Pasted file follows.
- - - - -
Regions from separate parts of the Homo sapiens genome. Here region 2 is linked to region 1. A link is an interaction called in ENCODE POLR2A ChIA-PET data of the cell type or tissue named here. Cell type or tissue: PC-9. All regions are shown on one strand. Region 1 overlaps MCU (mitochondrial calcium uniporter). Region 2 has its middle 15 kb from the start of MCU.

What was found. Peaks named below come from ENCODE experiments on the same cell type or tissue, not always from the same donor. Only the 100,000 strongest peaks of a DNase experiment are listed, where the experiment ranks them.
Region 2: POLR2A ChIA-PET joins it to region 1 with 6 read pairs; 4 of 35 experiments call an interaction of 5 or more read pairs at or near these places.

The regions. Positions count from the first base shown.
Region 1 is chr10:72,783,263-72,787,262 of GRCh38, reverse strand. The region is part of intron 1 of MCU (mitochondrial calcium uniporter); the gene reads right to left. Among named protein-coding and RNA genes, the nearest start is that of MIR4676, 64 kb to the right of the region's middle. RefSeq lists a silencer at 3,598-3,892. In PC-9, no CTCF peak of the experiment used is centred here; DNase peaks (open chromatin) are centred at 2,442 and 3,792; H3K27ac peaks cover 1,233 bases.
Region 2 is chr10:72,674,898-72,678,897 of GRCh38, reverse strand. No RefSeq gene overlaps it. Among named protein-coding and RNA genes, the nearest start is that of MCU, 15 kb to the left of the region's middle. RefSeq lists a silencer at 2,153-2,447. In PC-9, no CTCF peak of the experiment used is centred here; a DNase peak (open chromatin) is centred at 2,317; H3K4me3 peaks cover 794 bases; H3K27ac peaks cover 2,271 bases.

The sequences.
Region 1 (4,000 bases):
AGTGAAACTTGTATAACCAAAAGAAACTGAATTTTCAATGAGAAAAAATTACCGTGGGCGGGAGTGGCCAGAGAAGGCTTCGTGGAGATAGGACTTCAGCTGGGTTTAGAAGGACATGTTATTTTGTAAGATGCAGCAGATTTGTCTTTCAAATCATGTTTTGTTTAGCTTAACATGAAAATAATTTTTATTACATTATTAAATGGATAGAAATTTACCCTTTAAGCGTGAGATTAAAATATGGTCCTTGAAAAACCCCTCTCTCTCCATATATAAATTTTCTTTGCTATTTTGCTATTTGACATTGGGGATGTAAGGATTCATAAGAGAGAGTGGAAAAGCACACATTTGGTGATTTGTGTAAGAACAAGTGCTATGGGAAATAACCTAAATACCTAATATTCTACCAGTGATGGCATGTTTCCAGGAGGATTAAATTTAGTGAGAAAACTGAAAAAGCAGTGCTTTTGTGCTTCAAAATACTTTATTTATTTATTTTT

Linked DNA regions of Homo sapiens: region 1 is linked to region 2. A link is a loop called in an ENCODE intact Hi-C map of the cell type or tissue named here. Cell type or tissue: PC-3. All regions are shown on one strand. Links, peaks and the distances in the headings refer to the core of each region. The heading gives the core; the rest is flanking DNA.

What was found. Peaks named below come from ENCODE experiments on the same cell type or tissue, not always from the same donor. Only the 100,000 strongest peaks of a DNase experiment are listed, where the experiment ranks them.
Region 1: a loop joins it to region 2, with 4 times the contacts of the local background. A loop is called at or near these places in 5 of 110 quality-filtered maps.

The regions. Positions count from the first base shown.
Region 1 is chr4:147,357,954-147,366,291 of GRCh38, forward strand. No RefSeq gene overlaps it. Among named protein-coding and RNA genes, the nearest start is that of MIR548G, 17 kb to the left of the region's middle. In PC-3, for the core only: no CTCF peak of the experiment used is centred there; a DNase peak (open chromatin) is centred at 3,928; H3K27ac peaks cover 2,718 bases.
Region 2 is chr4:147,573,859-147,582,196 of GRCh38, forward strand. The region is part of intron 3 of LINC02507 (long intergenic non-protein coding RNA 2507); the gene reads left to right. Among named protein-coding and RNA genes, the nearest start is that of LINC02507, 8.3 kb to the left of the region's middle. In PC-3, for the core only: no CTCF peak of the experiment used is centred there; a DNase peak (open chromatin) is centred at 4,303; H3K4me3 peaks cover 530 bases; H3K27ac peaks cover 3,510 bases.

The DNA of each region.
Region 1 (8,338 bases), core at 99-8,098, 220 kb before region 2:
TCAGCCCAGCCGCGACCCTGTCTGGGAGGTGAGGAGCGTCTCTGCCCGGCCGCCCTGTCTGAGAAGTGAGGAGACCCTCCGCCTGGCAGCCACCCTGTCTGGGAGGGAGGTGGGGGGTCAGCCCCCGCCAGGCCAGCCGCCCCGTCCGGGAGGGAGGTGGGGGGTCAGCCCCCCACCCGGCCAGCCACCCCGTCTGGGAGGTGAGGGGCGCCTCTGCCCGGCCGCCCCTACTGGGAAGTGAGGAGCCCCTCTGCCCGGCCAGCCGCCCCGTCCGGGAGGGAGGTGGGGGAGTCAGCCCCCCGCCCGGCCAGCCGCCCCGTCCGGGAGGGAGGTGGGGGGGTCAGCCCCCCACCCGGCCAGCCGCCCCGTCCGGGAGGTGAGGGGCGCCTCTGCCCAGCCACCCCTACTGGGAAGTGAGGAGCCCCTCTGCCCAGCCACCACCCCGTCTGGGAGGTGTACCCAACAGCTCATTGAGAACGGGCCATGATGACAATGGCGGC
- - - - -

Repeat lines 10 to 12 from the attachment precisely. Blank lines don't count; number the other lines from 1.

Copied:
Linked DNA regions of Homo sapiens: region 1 is linked to region 2. A link is a loop called in an ENCODE intact Hi-C map of the cell type or tissue named here. Cell type or tissue: PC-3. All regions are shown on one strand. Links, peaks and the distances in the headings refer to the core of each region. The heading gives the core; the rest is flanking DNA.

What was found. Peaks named below come from ENCODE experiments on the same cell type or tissue, not always from the same donor. Only the 100,000 strongest peaks of a DNase experiment are listed, where the experiment ranks them.
Region 1: a loop joins it to region 2, with 4 times the contacts of the local background. A loop is called at or near these places in 5 of 110 quality-filtered maps.